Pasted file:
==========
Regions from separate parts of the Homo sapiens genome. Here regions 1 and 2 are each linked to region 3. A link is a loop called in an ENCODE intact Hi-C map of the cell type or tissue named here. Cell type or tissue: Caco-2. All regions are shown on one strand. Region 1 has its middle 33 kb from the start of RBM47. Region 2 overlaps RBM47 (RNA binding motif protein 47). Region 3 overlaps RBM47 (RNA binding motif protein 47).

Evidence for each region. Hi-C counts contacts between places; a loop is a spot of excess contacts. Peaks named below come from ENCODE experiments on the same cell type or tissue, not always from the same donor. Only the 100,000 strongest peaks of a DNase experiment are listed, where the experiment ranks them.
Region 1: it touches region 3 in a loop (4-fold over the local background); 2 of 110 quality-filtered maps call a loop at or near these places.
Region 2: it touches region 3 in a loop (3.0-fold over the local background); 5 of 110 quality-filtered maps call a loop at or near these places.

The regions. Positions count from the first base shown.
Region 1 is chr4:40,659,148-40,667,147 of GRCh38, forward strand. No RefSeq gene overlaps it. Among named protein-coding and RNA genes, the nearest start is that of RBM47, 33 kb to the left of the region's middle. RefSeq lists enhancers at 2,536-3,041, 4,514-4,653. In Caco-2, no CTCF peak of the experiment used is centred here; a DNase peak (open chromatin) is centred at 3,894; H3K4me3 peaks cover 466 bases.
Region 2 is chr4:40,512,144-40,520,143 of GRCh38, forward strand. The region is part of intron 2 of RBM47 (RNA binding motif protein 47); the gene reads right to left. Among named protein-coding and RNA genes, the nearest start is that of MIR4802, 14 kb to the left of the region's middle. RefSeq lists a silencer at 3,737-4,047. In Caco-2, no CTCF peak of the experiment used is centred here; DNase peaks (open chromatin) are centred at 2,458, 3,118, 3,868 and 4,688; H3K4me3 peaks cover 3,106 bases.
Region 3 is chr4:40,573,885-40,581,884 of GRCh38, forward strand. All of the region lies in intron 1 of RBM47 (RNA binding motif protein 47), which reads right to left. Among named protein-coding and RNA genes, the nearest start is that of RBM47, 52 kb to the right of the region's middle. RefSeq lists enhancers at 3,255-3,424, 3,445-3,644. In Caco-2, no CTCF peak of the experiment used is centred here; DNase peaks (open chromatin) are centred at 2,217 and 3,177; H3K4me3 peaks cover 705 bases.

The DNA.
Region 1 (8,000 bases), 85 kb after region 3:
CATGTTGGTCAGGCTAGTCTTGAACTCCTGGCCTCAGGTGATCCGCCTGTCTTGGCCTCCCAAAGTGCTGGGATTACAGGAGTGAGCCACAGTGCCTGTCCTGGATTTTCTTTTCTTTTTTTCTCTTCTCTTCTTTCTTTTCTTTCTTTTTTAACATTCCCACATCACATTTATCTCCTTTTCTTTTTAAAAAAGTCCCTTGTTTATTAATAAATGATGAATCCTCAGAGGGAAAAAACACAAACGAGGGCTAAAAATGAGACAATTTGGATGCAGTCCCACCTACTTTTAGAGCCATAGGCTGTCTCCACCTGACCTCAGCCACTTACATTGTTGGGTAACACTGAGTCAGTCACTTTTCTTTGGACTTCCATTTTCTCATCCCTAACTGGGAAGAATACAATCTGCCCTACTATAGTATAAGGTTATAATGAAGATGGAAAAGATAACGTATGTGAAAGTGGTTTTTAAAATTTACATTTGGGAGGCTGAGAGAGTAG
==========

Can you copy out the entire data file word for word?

Regions from separate parts of the Homo sapiens genome. Here regions 1 and 2 are each linked to region 3. A link is a loop called in an ENCODE intact Hi-C map of the cell type or tissue named here. Cell type or tissue: Caco-2. All regions are shown on one strand. Region 1 has its middle 33 kb from the start of RBM47. Region 2 overlaps RBM47 (RNA binding motif protein 47). Region 3 overlaps RBM47 (RNA binding motif protein 47).

Evidence for each region. Hi-C counts contacts between places; a loop is a spot of excess contacts. Peaks named below come from ENCODE experiments on the same cell type or tissue, not always from the same donor. Only the 100,000 strongest peaks of a DNase experiment are listed, where the experiment ranks them.
Region 1: it touches region 3 in a loop (4-fold over the local background); 2 of 110 quality-filtered maps call a loop at or near these places.
Region 2: it touches region 3 in a loop (3.0-fold over the local background); 5 of 110 quality-filtered maps call a loop at or near these places.

The regions. Positions count from the first base shown.
Region 1 is chr4:40,659,148-40,667,147 of GRCh38, forward strand. No RefSeq gene overlaps it. Among named protein-coding and RNA genes, the nearest start is that of RBM47, 33 kb to the left of the region's middle. RefSeq lists enhancers at 2,536-3,041, 4,514-4,653. In Caco-2, no CTCF peak of the experiment used is centred here; a DNase peak (open chromatin) is centred at 3,894; H3K4me3 peaks cover 466 bases.
Region 2 is chr4:40,512,144-40,520,143 of GRCh38, forward strand. The region is part of intron 2 of RBM47 (RNA binding motif protein 47); the gene reads right to left. Among named protein-coding and RNA genes, the nearest start is that of MIR4802, 14 kb to the left of the region's middle. RefSeq lists a silencer at 3,737-4,047. In Caco-2, no CTCF peak of the experiment used is centred here; DNase peaks (open chromatin) are centred at 2,458, 3,118, 3,868 and 4,688; H3K4me3 peaks cover 3,106 bases.
Region 3 is chr4:40,573,885-40,581,884 of GRCh38, forward strand. All of the region lies in intron 1 of RBM47 (RNA binding motif protein 47), which reads right to left. Among named protein-coding and RNA genes, the nearest start is that of RBM47, 52 kb to the right of the region's middle. RefSeq lists enhancers at 3,255-3,424, 3,445-3,644. In Caco-2, no CTCF peak of the experiment used is centred here; DNase peaks (open chromatin) are centred at 2,217 and 3,177; H3K4me3 peaks cover 705 bases.

The DNA.
Region 1 (8,000 bases), 85 kb after region 3:
CATGTTGGTCAGGCTAGTCTTGAACTCCTGGCCTCAGGTGATCCGCCTGTCTTGGCCTCCCAAAGTGCTGGGATTACAGGAGTGAGCCACAGTGCCTGTCCTGGATTTTCTTTTCTTTTTTTCTCTTCTCTTCTTTCTTTTCTTTCTTTTTTAACATTCCCACATCACATTTATCTCCTTTTCTTTTTAAAAAAGTCCCTTGTTTATTAATAAATGATGAATCCTCAGAGGGAAAAAACACAAACGAGGGCTAAAAATGAGACAATTTGGATGCAGTCCCACCTACTTTTAGAGCCATAGGCTGTCTCCACCTGACCTCAGCCACTTACATTGTTGGGTAACACTGAGTCAGTCACTTTTCTTTGGACTTCCATTTTCTCATCCCTAACTGGGAAGAATACAATCTGCCCTACTATAGTATAAGGTTATAATGAAGATGGAAAAGATAACGTATGTGAAAGTGGTTTTTAAAATTTACATTTGGGAGGCTGAGAGAGTAG